• The Suburban Poet profile image

      Mark Lecuona 7 years ago from Austin, Texas

      @Wooded - thank you... this one has the force of love and personal experience powering it....

    • profile image

      Wooded 7 years ago

      Wow - this is great. Very powerful.

    • The Suburban Poet profile image

      Mark Lecuona 7 years ago from Austin, Texas

      @Marina - thanks for commenting... yeah it's sad and difficult but we're all hanging in there...

    • profile image

      Marina Lester 7 years ago

      Such a thing is so sad, but the love of family is very beautiful...

    • The Suburban Poet profile image

      Mark Lecuona 7 years ago from Austin, Texas

      @Maven - How do you say thank you to someone who has a heart such as yours? This is a wonderful comment you have added and it is a measure of your heart as a human being. This thing is so hurtful and I have to sit hear and watch a very accomplished man who was joi de vivre personified go down in flames... You saw my anger and I'm glad you joined me.....

    • maven101 profile image

      maven101 7 years ago from Northern Arizona

      This was very hard to read, especially when my tears got in the way...Words can't begin to express my rage at this insidious killer of the human spirit...Go well, my friend...Larry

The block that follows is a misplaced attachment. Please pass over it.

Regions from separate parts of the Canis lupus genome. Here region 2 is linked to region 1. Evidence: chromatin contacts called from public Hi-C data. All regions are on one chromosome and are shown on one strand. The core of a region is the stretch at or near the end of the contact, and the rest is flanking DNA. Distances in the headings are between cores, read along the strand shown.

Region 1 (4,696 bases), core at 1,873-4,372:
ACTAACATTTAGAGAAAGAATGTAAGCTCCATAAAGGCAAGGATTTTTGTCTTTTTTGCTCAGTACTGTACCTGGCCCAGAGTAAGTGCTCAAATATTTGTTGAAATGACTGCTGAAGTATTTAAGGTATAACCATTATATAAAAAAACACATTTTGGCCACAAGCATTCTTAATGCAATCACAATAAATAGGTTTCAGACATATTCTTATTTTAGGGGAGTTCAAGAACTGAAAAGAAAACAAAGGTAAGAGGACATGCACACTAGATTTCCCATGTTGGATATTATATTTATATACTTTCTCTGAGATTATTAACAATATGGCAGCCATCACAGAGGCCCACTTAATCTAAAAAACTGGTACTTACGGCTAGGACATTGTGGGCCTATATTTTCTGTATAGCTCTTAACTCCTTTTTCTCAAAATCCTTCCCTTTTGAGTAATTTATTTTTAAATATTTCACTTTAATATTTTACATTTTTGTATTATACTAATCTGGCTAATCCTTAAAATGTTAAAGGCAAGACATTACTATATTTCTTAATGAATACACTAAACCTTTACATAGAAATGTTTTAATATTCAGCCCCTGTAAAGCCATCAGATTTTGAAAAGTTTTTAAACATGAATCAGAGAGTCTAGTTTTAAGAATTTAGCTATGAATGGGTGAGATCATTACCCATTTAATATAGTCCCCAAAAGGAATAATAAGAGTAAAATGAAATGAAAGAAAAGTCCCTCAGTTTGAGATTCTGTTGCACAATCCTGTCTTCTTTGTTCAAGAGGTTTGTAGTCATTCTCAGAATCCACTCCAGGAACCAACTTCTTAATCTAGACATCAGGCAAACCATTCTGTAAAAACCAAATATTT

• The Suburban Poet profile image

      Mark Lecuona 7 years ago from Austin, Texas

      @attemptedhumour - thank you for very nice comment. I know they are working on a cure... Maybe it will be more in the line of prevention. I don't know if they can ever repair damage already done but in the meantime I sit and howl at the moon....

    • attemptedhumour profile image

      attemptedhumour 7 years ago from Australia

      Hi SP, My family has no history concerning this terrible disease, but if fate steps in i shall be better armed to respond. You have channelled your love and anger into one of the most heartfelt and powerful poems ever written. I wish you and your family all the very best in the struggle that lays ahead. Good luck friend. There are great people all around the world, doing their utmost to find a breakthrough. They will come through, I know it!

    • The Suburban Poet profile image

      Mark Lecuona 7 years ago from Austin, Texas

      @DIY - thank you for commenting... I hope it's not as bad as you say but I don't know why it wouldn't be... I fully expect the worst so that's why you get the aggressive prose....

    • DIYweddingplanner profile image

      DIYweddingplanner 7 years ago from South Carolina, USA

      Can't blame you for the language. Alzheimer's took my dad from us two years ago this month. It's a torturous, horrific disease that I wouldn't wish on my worst enemy. I only wish the part of not recognizing us was the worst of it, but it far exceeded my expectations of what I had heard of the disease. Sending prayers your way.

    • The Suburban Poet profile image

      Mark Lecuona 7 years ago from Austin, Texas

      @Ashantina - I appreciate that... I guess you're not going to get classy everytime out with me. I can appreciate a dignified person (what's the line from Pink Floyd: "Quiet desperation is the English way") but I'm a bit raw at times and I'm going with that because it's real as you say....